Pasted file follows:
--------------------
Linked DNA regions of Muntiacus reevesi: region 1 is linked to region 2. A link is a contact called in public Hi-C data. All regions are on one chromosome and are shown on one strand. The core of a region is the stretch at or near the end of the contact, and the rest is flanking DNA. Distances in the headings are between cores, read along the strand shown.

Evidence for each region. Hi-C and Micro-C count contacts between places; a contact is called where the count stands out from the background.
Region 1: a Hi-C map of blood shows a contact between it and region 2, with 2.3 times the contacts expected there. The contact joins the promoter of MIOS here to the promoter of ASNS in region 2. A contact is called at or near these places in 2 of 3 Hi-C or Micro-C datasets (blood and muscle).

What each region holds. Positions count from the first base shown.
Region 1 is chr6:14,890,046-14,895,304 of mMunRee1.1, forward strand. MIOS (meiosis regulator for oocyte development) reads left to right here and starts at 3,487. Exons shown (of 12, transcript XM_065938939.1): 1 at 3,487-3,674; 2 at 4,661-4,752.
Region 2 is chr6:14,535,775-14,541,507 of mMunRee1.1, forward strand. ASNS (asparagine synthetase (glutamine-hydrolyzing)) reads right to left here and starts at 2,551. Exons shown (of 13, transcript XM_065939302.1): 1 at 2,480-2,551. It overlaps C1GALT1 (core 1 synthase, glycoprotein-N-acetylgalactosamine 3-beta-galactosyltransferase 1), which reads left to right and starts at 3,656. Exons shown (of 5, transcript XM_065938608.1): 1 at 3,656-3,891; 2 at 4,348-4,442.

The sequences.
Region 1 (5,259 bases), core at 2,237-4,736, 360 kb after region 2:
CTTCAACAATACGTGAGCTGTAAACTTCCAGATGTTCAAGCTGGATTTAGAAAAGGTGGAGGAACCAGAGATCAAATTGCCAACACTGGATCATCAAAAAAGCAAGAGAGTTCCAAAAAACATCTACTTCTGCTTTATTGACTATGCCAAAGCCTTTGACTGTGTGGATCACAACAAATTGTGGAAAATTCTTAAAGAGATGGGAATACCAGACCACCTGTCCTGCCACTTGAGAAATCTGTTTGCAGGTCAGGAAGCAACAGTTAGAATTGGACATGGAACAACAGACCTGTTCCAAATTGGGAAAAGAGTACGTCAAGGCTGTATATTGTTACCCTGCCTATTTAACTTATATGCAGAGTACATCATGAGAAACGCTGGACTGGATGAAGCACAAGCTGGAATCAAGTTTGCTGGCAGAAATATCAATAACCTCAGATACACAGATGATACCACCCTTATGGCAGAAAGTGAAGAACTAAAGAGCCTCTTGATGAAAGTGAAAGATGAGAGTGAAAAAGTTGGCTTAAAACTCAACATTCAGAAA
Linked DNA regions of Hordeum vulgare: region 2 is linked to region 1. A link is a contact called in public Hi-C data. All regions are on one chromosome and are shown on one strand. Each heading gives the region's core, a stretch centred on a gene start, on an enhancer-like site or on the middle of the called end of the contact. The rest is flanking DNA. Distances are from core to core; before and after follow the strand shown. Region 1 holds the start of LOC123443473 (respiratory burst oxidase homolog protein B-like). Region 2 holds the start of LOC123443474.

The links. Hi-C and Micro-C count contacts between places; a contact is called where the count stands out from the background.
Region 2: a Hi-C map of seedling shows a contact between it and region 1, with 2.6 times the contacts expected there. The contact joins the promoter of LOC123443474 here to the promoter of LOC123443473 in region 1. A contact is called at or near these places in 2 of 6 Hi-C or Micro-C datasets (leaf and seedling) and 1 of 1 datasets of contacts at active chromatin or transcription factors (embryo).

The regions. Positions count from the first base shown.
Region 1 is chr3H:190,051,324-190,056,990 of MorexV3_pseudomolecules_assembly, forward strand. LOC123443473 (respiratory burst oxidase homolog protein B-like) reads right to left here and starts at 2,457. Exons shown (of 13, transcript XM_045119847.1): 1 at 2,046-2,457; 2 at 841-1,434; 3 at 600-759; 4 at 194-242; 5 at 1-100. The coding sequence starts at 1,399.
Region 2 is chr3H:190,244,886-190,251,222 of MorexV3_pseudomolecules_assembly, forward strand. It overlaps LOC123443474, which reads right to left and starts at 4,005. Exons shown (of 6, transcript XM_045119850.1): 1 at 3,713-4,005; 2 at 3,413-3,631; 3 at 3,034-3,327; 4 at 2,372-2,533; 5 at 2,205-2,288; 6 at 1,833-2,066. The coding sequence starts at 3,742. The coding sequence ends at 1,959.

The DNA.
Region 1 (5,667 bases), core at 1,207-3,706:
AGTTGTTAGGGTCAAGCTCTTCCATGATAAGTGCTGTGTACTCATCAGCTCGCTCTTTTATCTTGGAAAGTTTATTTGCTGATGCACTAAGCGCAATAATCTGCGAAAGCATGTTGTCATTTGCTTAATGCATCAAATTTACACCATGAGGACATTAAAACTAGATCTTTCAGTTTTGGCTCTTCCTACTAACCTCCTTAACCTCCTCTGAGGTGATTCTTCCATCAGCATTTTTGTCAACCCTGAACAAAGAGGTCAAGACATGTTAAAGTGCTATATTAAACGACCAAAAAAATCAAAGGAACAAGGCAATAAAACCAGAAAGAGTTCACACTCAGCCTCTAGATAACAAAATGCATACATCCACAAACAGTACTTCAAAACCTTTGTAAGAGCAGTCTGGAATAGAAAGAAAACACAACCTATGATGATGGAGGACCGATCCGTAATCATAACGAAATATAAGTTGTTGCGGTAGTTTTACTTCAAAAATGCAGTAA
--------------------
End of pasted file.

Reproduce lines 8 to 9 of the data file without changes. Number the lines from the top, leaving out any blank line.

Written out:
Region 1 (5,259 bases), core at 2,237-4,736, 360 kb after region 2:
CTTCAACAATACGTGAGCTGTAAACTTCCAGATGTTCAAGCTGGATTTAGAAAAGGTGGAGGAACCAGAGATCAAATTGCCAACACTGGATCATCAAAAAAGCAAGAGAGTTCCAAAAAACATCTACTTCTGCTTTATTGACTATGCCAAAGCCTTTGACTGTGTGGATCACAACAAATTGTGGAAAATTCTTAAAGAGATGGGAATACCAGACCACCTGTCCTGCCACTTGAGAAATCTGTTTGCAGGTCAGGAAGCAACAGTTAGAATTGGACATGGAACAACAGACCTGTTCCAAATTGGGAAAAGAGTACGTCAAGGCTGTATATTGTTACCCTGCCTATTTAACTTATATGCAGAGTACATCATGAGAAACGCTGGACTGGATGAAGCACAAGCTGGAATCAAGTTTGCTGGCAGAAATATCAATAACCTCAGATACACAGATGATACCACCCTTATGGCAGAAAGTGAAGAACTAAAGAGCCTCTTGATGAAAGTGAAAGATGAGAGTGAAAAAGTTGGCTTAAAACTCAACATTCAGAAA